The thrust duct mounts between the upright portion of the mount and the two winglets. The two winglets support the pivot point for two parallel rudders that will enable the pilot to steer the hovercraft.

Landing skids.

These four 2x2s were cut and shaped by Chris. They serve as protection for the craft when the lift engine is cut and the craft settles to the ground, landing in these four skids. The skids will get a piece of aluminum screwed to them and then they will mounted to the underside of the craft.

The wooden edges are attached to the hull.

And now back up to the garage....

Here you can see 1/2" wooden strips that have been epoxied to the shaped edges of the hull. I needed ratcheted straps, screws, and duct tape to hold the wood against the hull with enough pressure to form a good bond. Notice that the edging is much thinner than the hull - a fact more obvious in the next photo.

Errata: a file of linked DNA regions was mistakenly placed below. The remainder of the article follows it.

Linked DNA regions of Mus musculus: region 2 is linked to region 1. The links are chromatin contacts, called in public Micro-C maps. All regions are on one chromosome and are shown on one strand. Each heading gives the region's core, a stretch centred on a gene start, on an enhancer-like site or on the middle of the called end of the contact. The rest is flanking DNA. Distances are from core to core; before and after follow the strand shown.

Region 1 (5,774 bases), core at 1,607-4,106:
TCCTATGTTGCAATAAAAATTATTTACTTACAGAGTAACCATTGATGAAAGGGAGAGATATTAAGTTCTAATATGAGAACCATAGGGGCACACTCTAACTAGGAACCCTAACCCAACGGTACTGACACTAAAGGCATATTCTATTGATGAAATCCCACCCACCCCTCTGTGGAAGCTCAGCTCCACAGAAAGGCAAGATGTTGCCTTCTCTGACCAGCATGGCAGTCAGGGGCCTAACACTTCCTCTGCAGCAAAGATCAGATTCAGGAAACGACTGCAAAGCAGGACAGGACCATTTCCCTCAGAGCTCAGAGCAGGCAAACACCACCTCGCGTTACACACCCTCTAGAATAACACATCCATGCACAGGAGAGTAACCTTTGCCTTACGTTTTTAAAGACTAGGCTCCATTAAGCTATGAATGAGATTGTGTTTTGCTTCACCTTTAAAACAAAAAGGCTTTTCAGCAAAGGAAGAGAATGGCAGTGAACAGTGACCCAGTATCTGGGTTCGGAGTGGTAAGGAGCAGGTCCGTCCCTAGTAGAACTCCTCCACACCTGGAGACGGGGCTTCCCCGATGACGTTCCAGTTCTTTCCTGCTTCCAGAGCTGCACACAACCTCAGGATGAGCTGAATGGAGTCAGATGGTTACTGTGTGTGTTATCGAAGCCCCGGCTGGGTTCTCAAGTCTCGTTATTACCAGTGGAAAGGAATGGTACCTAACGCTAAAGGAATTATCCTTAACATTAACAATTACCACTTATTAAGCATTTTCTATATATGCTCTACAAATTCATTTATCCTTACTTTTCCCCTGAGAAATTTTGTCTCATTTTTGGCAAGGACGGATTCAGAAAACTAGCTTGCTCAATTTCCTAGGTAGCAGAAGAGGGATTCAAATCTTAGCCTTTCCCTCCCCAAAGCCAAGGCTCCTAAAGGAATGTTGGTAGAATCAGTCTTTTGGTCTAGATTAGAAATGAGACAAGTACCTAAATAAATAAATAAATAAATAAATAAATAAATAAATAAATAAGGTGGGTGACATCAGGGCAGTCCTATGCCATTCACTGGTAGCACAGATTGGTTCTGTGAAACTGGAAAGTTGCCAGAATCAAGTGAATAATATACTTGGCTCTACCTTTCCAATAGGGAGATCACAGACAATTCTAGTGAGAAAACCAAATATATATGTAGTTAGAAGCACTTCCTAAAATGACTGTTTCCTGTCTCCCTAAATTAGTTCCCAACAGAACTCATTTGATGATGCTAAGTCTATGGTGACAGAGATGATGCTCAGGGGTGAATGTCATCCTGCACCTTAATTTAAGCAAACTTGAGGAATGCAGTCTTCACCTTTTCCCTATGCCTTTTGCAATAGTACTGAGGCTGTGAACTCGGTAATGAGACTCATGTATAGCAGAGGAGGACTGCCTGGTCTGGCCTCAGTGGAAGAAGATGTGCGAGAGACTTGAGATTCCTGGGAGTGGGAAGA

This shows the material that must be removed.

This photo shows that there is some material to be removed. The top portion of the hull is to be rounded on the edges. The is both to remove excess structure and weight that is not needed and to make the craft look a little more sleek. The bottom potion of the hull will be bevelled. This will also save weight. As the wooden strip serves as the outer attach point for the hovercraft's skirt, the beveled portion of the hull will not be visible on the finished craft.

This is the first hot wire 'saw' we built.